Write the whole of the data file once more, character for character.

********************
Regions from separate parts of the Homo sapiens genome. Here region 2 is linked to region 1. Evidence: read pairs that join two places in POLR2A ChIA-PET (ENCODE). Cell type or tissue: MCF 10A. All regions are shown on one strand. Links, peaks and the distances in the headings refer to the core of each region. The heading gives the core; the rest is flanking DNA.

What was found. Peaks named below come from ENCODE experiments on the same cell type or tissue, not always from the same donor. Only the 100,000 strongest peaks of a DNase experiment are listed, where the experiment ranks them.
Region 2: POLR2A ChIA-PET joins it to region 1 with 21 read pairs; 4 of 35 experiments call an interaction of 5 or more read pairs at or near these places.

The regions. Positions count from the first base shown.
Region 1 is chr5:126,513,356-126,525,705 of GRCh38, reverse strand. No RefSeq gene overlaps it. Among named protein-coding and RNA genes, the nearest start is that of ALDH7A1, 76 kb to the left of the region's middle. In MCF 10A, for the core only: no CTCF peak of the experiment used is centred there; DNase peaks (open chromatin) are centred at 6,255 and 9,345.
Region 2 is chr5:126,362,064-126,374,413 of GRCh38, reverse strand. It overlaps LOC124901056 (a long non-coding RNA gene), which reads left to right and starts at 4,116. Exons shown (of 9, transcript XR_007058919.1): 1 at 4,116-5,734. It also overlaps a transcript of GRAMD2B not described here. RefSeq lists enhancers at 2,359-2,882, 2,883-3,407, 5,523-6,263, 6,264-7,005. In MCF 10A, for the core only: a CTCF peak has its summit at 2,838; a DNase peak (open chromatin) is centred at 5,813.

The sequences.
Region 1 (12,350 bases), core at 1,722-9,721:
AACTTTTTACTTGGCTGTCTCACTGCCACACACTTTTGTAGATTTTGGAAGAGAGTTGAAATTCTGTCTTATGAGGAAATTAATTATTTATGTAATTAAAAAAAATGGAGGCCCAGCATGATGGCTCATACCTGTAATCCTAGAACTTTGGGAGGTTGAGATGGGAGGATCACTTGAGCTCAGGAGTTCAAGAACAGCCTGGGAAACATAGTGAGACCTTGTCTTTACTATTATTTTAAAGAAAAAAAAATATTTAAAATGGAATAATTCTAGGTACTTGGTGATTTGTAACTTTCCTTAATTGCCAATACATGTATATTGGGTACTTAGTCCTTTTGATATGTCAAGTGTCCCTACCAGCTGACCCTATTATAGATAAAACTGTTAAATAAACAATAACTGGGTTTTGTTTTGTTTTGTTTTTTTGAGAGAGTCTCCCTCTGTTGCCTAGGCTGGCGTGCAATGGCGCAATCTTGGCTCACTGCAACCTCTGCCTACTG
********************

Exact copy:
Regions from separate parts of the Homo sapiens genome. Here region 2 is linked to region 1. Evidence: read pairs that join two places in POLR2A ChIA-PET (ENCODE). Cell type or tissue: MCF 10A. All regions are shown on one strand. Links, peaks and the distances in the headings refer to the core of each region. The heading gives the core; the rest is flanking DNA.

What was found. Peaks named below come from ENCODE experiments on the same cell type or tissue, not always from the same donor. Only the 100,000 strongest peaks of a DNase experiment are listed, where the experiment ranks them.
Region 2: POLR2A ChIA-PET joins it to region 1 with 21 read pairs; 4 of 35 experiments call an interaction of 5 or more read pairs at or near these places.

The regions. Positions count from the first base shown.
Region 1 is chr5:126,513,356-126,525,705 of GRCh38, reverse strand. No RefSeq gene overlaps it. Among named protein-coding and RNA genes, the nearest start is that of ALDH7A1, 76 kb to the left of the region's middle. In MCF 10A, for the core only: no CTCF peak of the experiment used is centred there; DNase peaks (open chromatin) are centred at 6,255 and 9,345.
Region 2 is chr5:126,362,064-126,374,413 of GRCh38, reverse strand. It overlaps LOC124901056 (a long non-coding RNA gene), which reads left to right and starts at 4,116. Exons shown (of 9, transcript XR_007058919.1): 1 at 4,116-5,734. It also overlaps a transcript of GRAMD2B not described here. RefSeq lists enhancers at 2,359-2,882, 2,883-3,407, 5,523-6,263, 6,264-7,005. In MCF 10A, for the core only: a CTCF peak has its summit at 2,838; a DNase peak (open chromatin) is centred at 5,813.

The sequences.
Region 1 (12,350 bases), core at 1,722-9,721:
AACTTTTTACTTGGCTGTCTCACTGCCACACACTTTTGTAGATTTTGGAAGAGAGTTGAAATTCTGTCTTATGAGGAAATTAATTATTTATGTAATTAAAAAAAATGGAGGCCCAGCATGATGGCTCATACCTGTAATCCTAGAACTTTGGGAGGTTGAGATGGGAGGATCACTTGAGCTCAGGAGTTCAAGAACAGCCTGGGAAACATAGTGAGACCTTGTCTTTACTATTATTTTAAAGAAAAAAAAATATTTAAAATGGAATAATTCTAGGTACTTGGTGATTTGTAACTTTCCTTAATTGCCAATACATGTATATTGGGTACTTAGTCCTTTTGATATGTCAAGTGTCCCTACCAGCTGACCCTATTATAGATAAAACTGTTAAATAAACAATAACTGGGTTTTGTTTTGTTTTGTTTTTTTGAGAGAGTCTCCCTCTGTTGCCTAGGCTGGCGTGCAATGGCGCAATCTTGGCTCACTGCAACCTCTGCCTACTG